I think that what the world needs and hasn't got right now is a broad palette of text types of the excellence of Centaur, offering separate fonts for each point size rather than just Text and Display variants. The early twentieth century's work of recovery, in often inspired reinterpretations, in which Rogers took part and which Morison oversaw for Monotype, needs to be done again.

How does your Centaur compare to LTC Metropolitan?

(Edited to remove irrelevance)

jason's picture

raph, this sounds very interesting. I spent a research grant a couple of years ago investigating Jenson, staring for days at various copies of the Eusebius at the British Library and digging into Jenson's story for a project I was/am working on, so I'm intrigued by what you're up to (mine was/is a writing project, not type design, but perhaps we could swap notes/ideas/etc.).

I'm not sure about the legalities of posting your work thus far here on Typophile, but I'd be interested in hearing more about your project and what you've put together so far off-forum; especially if you decide to go with option 4. While Adobe Jenson seems to be the most accurate digital version I've come across, it definitely lacks the personality of the original. By all means, if you're inclined, do tell me more via email (you can reach me through the "contact" link in my Typophile profile).

William Berkson's picture

Raph, leaving aside the legal question, the main question I think you should ask yourself is what you intend this to be used for.

Centaur looks fabulous in large sizes, but even the metal looked anemic in small sizes, and if I remember correctly, the x height may be just too small for usual book text sizes. So if you want to make it usable at 9-11 pt, it is definitely a non-trivial exercise. If you can pull it off it would be great. And it would be a different animal either from the original or Monotype's versions. Because it is your hand and eye, it won't turn into Adobe Jenson, unless you copy it, which of course you shouldn't do.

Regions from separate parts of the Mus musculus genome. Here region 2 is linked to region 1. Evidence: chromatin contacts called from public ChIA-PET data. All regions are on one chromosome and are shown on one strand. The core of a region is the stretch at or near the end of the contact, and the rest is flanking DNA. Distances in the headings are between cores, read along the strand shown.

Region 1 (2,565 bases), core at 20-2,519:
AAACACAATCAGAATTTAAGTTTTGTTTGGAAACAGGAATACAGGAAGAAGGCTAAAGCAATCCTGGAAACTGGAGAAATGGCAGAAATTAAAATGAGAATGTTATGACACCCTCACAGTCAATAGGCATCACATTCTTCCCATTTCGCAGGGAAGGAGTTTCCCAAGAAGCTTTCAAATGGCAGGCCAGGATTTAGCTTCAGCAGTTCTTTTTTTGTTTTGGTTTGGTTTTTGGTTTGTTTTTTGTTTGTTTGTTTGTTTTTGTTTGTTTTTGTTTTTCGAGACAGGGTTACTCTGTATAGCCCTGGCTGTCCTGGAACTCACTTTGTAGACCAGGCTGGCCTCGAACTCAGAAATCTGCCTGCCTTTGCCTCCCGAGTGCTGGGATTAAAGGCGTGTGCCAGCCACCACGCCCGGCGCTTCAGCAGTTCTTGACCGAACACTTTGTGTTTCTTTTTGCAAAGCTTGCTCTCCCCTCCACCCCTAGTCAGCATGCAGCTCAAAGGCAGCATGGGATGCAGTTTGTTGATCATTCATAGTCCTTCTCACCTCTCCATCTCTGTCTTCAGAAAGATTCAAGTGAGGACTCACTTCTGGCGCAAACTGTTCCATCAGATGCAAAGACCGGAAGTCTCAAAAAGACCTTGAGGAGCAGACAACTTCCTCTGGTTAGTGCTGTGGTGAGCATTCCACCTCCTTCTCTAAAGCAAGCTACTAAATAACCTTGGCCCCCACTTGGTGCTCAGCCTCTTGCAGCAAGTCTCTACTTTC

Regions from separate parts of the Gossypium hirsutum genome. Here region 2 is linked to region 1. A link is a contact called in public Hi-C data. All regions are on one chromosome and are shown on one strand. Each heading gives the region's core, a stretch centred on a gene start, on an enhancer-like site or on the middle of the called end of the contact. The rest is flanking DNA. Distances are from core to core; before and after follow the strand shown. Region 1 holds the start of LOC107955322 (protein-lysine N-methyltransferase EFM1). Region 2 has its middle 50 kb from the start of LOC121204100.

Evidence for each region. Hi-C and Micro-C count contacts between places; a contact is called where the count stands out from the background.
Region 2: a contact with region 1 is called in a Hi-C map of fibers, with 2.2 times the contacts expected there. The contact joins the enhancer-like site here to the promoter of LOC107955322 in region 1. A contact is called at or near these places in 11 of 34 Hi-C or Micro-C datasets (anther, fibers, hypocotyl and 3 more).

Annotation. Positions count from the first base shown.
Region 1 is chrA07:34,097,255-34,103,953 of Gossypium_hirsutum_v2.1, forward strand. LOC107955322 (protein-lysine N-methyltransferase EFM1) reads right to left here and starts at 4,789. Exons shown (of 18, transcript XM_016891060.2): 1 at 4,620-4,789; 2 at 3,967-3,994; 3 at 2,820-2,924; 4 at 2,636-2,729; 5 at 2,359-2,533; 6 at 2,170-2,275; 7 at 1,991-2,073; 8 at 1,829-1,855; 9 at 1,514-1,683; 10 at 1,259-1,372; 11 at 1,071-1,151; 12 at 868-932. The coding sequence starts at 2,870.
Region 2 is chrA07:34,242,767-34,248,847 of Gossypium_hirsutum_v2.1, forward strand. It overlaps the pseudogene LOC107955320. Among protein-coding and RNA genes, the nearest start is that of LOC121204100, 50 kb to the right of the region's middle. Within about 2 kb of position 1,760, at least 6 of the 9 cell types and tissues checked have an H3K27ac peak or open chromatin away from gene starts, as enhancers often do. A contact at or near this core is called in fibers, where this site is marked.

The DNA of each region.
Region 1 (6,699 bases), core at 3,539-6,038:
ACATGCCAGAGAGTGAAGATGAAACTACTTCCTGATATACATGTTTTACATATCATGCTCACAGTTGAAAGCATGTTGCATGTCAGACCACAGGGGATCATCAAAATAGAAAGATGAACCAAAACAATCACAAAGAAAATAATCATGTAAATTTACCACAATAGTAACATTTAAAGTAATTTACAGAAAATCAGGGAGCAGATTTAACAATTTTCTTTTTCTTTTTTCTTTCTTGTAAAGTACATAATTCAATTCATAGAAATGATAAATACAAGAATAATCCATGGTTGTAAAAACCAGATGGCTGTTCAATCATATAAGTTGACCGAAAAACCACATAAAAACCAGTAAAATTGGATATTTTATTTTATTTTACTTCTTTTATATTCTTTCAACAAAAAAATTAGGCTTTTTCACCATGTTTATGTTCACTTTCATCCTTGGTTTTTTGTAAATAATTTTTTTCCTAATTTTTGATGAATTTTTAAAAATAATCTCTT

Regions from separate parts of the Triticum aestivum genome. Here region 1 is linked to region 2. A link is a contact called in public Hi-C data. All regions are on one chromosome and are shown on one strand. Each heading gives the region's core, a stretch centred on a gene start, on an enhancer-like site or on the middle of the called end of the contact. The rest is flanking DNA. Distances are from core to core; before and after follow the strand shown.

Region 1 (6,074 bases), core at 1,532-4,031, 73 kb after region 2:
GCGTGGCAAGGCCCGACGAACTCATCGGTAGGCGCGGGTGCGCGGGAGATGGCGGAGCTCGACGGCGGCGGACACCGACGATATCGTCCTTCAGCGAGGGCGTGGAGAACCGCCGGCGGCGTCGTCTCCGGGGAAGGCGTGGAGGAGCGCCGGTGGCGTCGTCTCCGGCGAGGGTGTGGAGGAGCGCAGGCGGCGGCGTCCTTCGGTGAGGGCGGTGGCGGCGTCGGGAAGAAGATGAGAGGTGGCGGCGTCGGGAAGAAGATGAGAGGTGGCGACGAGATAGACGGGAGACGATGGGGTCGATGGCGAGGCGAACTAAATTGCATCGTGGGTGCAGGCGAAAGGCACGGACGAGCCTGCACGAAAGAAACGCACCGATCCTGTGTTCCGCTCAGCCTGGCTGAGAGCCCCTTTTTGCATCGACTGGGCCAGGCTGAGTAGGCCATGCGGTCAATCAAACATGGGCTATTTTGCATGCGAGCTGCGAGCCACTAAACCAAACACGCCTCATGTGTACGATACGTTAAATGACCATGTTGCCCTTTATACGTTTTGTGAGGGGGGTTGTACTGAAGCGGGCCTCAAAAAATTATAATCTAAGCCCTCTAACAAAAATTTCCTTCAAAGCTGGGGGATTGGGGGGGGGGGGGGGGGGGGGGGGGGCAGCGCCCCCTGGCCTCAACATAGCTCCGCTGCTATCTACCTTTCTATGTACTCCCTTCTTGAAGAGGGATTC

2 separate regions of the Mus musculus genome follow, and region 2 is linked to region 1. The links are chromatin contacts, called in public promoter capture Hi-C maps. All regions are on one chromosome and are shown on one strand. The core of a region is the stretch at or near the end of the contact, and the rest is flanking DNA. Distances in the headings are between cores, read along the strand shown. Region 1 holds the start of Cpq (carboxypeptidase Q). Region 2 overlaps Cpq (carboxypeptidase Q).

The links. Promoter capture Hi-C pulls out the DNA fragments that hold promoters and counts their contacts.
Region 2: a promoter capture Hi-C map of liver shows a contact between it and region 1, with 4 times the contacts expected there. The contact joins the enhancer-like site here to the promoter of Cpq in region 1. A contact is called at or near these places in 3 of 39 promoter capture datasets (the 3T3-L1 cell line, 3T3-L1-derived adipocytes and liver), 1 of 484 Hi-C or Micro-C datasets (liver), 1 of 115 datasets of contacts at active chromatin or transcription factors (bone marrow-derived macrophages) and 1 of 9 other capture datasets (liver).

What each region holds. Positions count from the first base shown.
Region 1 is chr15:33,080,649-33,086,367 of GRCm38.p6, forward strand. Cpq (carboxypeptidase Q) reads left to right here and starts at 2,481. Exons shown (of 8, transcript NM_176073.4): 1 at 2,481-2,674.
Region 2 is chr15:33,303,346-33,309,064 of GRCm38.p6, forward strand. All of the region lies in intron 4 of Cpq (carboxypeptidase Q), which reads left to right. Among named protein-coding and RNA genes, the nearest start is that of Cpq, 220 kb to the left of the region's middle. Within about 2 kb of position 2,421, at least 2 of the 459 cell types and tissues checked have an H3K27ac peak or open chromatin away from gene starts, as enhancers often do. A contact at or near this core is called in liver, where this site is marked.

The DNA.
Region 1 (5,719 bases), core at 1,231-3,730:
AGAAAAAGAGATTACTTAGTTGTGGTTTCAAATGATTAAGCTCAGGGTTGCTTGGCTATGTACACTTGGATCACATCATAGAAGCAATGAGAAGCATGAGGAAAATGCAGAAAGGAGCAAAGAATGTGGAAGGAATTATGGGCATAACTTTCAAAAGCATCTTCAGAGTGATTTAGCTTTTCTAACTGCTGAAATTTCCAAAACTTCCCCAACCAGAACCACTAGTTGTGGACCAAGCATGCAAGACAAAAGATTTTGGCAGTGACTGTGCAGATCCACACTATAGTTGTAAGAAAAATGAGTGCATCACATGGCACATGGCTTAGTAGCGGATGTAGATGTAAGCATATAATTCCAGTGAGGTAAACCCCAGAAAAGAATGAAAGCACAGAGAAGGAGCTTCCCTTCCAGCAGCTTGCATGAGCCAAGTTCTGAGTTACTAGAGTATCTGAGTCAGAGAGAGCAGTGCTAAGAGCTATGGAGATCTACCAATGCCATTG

Centaur has a feel of its own, and I don't know if you can ever capture it well for smaller optical sizes. But if you could that would be a worthy goal. Whether it makes any sense for you to spend the time on it is another question.

If you only want a version that works better at large sizes that is an easier job that you have already started. The question is, who will use it, and do you want to produce it for them.

George Horton's picture

Rogers' Centaur was, of course, just a 14 point text and titling design. I don't know how much optical adjustment Monotype made in metal, but whatever their decisions were they could legitimately be made differently in your version, Raph, should you wish to resurrect Rogers' Centaur while providing for more sizes. On the other hand, I don't think getting Centaur to work at 9 point in extended text is all that crucial, since it needs so much less leading than, say, Adobe Caslon that one can reasonably expect it to be used at greater than normal point sizes.

Si_Daniels's picture

Interesting timing...

Kneel Before the Centaur

via engadget

Mark Simonson's picture

Good lord! It's Davros! Can the Daleks be far behind?

dan_reynolds's picture